Partnerships can be complex depending on the scope of business operations and the number of partners involved. To reduce the potential for complexities or conflicts among partners within this type of business structure, the creation of a partnership agreement is a necessity. A partnership agreement is the legal document that dictates the way a business is run and details the relationship between each partner.
Although each partnership agreement differs based on business objectives, certain terms should be detailed in the document, including percentage of ownership, division of profit and loss, length of the partnership, decision making and resolving disputes, partner authority, and withdrawal or death of a partner.
- Many small businesses are organized as partnerships, which require formal documentation before being established.
- The partnership agreement spells out who owns what portion of the firm, how profits and losses will be split, and the assignment of roles and duties.
- The partnership agreement will also typically spell how out disputes are to be adjudicated and what happens if one of the partners dies prematurely.
Percentage of Ownership
Within the partnership agreement, individuals commit to what each partner is going to contribute to the business. Partners may agree to pay capital into the company as a cash contribution to help cover startup costs or contributions of equipment, and services or property may be pledged within the partnership agreement. Typically these contributions dictate the percentage of ownership each partner has in the business, and as such as are important terms within the partnership agreement.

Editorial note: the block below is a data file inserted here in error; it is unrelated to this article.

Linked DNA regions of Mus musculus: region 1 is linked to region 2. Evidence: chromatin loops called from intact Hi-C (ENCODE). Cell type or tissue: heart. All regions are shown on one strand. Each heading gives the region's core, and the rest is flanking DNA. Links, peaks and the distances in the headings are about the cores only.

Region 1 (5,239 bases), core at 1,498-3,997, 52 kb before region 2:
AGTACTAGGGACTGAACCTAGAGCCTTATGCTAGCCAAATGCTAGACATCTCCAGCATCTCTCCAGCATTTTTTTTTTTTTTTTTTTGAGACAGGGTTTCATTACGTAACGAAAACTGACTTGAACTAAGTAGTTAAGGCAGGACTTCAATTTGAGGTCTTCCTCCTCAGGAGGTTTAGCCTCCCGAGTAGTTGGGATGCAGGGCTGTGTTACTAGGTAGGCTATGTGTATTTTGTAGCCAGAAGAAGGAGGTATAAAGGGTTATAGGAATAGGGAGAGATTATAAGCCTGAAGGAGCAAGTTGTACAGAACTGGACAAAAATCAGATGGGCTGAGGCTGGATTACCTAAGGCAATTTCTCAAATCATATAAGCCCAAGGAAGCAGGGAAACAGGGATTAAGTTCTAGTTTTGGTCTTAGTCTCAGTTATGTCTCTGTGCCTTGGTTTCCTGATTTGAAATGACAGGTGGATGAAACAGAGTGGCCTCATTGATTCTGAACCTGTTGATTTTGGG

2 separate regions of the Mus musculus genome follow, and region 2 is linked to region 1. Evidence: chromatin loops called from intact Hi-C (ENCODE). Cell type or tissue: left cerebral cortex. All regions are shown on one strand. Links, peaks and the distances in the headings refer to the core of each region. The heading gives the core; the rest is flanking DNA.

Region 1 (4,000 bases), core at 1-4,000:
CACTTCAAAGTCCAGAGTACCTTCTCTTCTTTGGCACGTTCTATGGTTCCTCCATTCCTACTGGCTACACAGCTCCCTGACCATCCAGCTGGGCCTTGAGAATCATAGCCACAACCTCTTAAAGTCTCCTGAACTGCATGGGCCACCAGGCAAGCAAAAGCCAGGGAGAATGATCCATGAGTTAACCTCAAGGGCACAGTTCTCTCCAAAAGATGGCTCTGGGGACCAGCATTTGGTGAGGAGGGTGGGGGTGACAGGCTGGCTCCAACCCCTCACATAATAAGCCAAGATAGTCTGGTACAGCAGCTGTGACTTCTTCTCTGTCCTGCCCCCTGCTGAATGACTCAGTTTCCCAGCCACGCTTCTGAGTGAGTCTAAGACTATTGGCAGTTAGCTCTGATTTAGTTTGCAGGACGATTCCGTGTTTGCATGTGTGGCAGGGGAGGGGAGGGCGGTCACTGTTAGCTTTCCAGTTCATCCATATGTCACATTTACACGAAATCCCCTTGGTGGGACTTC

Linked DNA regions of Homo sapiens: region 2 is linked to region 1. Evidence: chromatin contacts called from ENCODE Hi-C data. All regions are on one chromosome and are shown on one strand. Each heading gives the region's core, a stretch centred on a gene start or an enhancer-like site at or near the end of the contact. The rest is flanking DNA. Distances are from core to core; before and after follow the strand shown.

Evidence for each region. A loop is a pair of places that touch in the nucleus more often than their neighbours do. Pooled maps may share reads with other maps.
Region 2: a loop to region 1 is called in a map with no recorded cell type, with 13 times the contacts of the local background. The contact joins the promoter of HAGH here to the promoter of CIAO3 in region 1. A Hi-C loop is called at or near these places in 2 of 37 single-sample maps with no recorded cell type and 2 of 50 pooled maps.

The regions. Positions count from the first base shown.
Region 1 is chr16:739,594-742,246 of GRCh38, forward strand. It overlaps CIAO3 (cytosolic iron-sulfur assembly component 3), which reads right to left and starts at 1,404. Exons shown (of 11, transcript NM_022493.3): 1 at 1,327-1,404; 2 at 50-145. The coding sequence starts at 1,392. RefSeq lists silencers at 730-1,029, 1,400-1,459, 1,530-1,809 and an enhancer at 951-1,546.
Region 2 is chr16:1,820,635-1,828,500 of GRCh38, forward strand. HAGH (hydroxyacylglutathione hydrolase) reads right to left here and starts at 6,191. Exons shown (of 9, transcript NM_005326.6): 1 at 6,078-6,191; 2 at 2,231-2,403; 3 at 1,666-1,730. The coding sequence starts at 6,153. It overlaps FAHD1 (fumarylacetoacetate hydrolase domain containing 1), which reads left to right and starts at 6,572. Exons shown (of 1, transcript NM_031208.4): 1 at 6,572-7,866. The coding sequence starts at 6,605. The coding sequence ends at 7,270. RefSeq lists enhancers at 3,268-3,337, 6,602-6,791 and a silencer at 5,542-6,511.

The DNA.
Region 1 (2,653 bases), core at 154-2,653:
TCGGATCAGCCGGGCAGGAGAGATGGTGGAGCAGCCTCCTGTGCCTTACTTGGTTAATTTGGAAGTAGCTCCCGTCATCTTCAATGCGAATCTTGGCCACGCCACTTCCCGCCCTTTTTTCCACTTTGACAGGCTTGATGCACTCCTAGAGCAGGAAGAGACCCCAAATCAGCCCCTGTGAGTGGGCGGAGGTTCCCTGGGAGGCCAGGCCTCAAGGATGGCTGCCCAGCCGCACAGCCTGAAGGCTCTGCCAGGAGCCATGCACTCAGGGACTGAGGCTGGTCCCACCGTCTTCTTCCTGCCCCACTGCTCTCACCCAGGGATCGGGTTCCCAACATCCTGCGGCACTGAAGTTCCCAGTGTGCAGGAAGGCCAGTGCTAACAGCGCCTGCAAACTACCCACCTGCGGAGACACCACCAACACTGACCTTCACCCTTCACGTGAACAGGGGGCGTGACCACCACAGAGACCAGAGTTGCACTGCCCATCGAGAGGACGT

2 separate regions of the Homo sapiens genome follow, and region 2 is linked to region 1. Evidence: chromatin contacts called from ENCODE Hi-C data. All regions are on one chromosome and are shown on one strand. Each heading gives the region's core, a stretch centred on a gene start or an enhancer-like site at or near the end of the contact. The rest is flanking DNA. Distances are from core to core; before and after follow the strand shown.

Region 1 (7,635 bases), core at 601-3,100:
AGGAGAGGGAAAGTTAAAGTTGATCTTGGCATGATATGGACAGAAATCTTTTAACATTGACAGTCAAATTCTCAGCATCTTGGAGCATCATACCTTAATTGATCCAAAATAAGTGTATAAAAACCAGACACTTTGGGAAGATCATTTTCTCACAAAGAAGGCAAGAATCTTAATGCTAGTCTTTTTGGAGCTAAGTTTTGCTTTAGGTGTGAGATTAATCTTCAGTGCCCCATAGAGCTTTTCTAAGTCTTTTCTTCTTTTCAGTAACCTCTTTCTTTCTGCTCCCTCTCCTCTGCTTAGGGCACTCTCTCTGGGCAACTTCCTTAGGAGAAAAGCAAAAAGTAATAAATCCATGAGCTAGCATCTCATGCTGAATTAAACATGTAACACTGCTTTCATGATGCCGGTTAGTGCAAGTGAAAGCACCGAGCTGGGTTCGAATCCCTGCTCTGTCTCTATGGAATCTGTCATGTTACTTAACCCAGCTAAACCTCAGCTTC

Division of Profit and Loss
Partners can agree to share in profits and losses in line with their percentage of ownership, or this division can be allocated to each partner equally regardless of ownership stake. It is necessary these terms are detailed clearly in the partnership agreement in an effort to avoid conflicts throughout the life of the business. The partnership agreement should also dictate when profit can be withdrawn from the business.
Length of the Partnership
It is common for partnerships to continue operations for an unspecified amount of time, but there are instances where a business is designed to dissolve or end after reaching a specific milestone or a certain number of years. A partnership agreement should include this information, even when the time frame is unspecified.
Decision Making and Resolving Disputes
The most common conflicts in a partnership arise due to challenges with decision making and disputes between partners. Within the partnership agreement, terms are laid out regarding the decision-making process that may include a voting system or another method to enforce checks and balances among partners. In addition to decision-making procedures, a partnership agreement should include instructions on how to resolve disputes among partners. This is typically achieved through a mediation clause in the agreement meant to provide a means to resolve disagreements among partners without the need for court intervention.
Partner authority, also known as binding power, should also be defined within the agreement. Binding the business to a debt or other contractual agreement can expose the company to an unmanageable level of risk. To avoid this potentially costly situation, the partnership agreement should include terms relating to which partners hold the authority to bind the company and the process taken in those cases.
Withdrawal or Death
The rules for handling the departure of a partner due to death or withdrawal from the business should also be included in the agreement. These terms could include a buy and sell agreement detailing the valuation process or may require each partner to maintain a life insurance policy designating the other partners as the beneficiaries.